Journalist and documentarian David Farrier likes strangeness on the fringes. And if his films are any measure (Tickled is such an odd artifact that I can’t say if I like the film or not), Farrier can’t avoid but get in the thick of the worlds his subjects inhabit. Who knows — perhaps he enjoys being pulled into the weird. (Harmless as the act was, he did not have to take the abandoned antique store’s sign, let alone go on to make an entire feature about the eponymous Mr. Organ).
Mister Organ begins at this store — Bashford Antiques. In the middle of what Farrier calls the “Beverly Hills of New Zealand,” a man is wheel-clamping cars parked in the lot by the store and charging the owners exorbitant prices just to get their cars back. One car owner, according to Farrier, was charged $360 dollars for 30 minutes of parking. The scandal becomes such tabloid news that the problem reaches parliament, where the laws are changed to prevent this from continuing.
The man holding cars hostage for hundreds of dollars is Michael Organ. Or Micheal Organe. Or Prince Organ. Michael Organ is a lawyer (except that he’s not), a prince (except that he’s not), and a duke (except that he’s not). One interviewee, a former roommate of Organ, retells a story where Organ tried to claim in a court of law that he was a prince. The judge had to personally walk the man to the elevator, ordering him to leave. The judge then returned to the courtroom and advised those who knew Organ to, if they could, never associate with him again.
Farrier’s reporting on Organ’s car clamping shenanigans puts Farrier in Organ’s crosshairs, and the film spirals out from an exposé into an auto-biographical tête-à-tête between the two men.
Farrier is nothing if not a storyteller. From moment one, he infuses the entire life of Organ with mystery and intrigue. Over the course of the first half hour, Farrier slowly draws out this man’s persona, scattering bits of information methodically and with clear purpose. Organ is an enigma, one we are asked to be both curious and afraid of. Organ’s actions follow through on this promise of morbid curiosity and danger, certainly, but Farrier cannot help but overindulge in this introduction.
Still, this opening act is the tightest and most fascinating part of the documentary. Once Farrier becomes his own subject, an accomplice in this narrative, so to speak, the whole story starts spinning in circles. Part of it, Farrier himself admits during the course of the film, comes down to there not being much of a story behind Organ. He got under Farrier’s skin, and the combination of Organ’s deceits and Farrier’s emotions leads to something of a docu-fiction. Truth and lies (moreover, accusations of lies and defensive claims to truth) stir a muck of pseudo-reality. It all very well might be true, but the truth is less important than the story.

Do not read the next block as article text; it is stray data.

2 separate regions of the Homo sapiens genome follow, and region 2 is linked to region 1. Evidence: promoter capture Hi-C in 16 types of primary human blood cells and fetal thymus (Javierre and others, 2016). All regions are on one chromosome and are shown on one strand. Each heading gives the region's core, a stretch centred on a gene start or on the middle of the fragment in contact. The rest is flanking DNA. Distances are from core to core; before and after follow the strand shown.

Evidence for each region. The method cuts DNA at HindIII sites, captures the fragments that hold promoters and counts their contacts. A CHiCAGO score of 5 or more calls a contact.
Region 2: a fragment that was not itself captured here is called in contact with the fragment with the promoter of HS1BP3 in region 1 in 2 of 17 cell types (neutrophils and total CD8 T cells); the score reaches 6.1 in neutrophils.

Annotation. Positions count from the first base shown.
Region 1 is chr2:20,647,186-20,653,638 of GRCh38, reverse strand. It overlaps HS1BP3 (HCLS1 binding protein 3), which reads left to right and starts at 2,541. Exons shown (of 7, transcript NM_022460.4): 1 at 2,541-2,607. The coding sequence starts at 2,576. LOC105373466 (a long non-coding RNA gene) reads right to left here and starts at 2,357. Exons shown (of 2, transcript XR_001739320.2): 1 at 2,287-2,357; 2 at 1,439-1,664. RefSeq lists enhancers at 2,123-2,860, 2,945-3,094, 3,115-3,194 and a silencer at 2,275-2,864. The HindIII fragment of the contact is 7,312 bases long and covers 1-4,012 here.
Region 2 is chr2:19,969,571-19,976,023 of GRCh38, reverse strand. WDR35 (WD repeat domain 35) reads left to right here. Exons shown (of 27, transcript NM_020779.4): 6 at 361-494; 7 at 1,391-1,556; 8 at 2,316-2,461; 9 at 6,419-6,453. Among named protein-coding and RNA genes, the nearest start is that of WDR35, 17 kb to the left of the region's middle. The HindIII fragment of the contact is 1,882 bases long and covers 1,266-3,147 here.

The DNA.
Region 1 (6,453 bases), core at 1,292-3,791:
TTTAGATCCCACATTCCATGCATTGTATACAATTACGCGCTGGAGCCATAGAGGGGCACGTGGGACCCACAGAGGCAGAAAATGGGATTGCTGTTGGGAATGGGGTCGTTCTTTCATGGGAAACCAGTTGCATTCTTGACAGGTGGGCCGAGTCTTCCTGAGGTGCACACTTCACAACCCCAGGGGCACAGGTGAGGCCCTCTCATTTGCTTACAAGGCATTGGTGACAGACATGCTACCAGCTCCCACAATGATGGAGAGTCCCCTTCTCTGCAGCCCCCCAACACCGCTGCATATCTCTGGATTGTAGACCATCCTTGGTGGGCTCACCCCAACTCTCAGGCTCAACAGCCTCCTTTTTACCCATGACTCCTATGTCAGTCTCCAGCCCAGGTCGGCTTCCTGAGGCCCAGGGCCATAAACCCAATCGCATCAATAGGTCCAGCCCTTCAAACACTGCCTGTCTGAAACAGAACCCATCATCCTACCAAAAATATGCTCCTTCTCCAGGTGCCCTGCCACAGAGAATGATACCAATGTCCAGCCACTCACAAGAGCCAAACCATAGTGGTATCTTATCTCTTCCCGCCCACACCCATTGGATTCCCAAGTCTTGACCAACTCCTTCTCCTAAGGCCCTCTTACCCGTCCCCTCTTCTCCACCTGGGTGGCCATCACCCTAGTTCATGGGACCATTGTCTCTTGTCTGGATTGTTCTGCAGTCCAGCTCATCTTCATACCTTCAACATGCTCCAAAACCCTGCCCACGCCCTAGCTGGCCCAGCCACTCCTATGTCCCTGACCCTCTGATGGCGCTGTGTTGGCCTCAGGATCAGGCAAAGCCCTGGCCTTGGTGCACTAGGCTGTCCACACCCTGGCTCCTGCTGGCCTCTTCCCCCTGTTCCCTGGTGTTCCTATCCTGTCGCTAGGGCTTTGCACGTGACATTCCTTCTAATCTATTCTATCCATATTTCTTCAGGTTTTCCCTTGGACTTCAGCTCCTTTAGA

Also, Farrier continues some ethically gray practices that were evident in Tickled. In at least one instance, he keeps the camera running after his subject has said that they do not want to be on camera in that moment. In another, a subject asking for a conversation to be edited out of the final cut also does not see his request honored. It is hard to know the full picture of these moments, given how the film cuts around things. And there very well could have been off-camera agreements with the subjects to keep these moments in the film. But they are odd elements to keep in a film, as they don’t reflect well on the director.
The sticky aspect of this, I suppose, is that Farrier does not care for neutrality. Not that he need to to be a good documentary filmmaker. But it makes for a messy narrative of confrontation which subsumes his subject and replaces it with himself. Farrier may claim it this is Michael Organ’s doing, as he aggressively pulled Farrier into his orbit (he does do some nefarious and blatantly illegal things, such as obtaining a copy of Farrier’s house key). Even so, the film moves from being a character study to being a study of Farrier’s failure to complete said character study. I’m not convinced the latter is more compelling than the former.
Mister Organ, a spiritual sequel of sorts to Tickled, will provide similar discomfiting and intriguing entertainment. Both films are imperfect pieces of creative journalism, and both are necessarily self-reflexive to a fault. Just don’t expect a resolution to the initially wild story, nor the same degree of twisting and turning as with Tickled.
Mister Organ: C+
As always, thanks for reading!
—Alex Brannan (Twitter, Letterboxd, Facebook)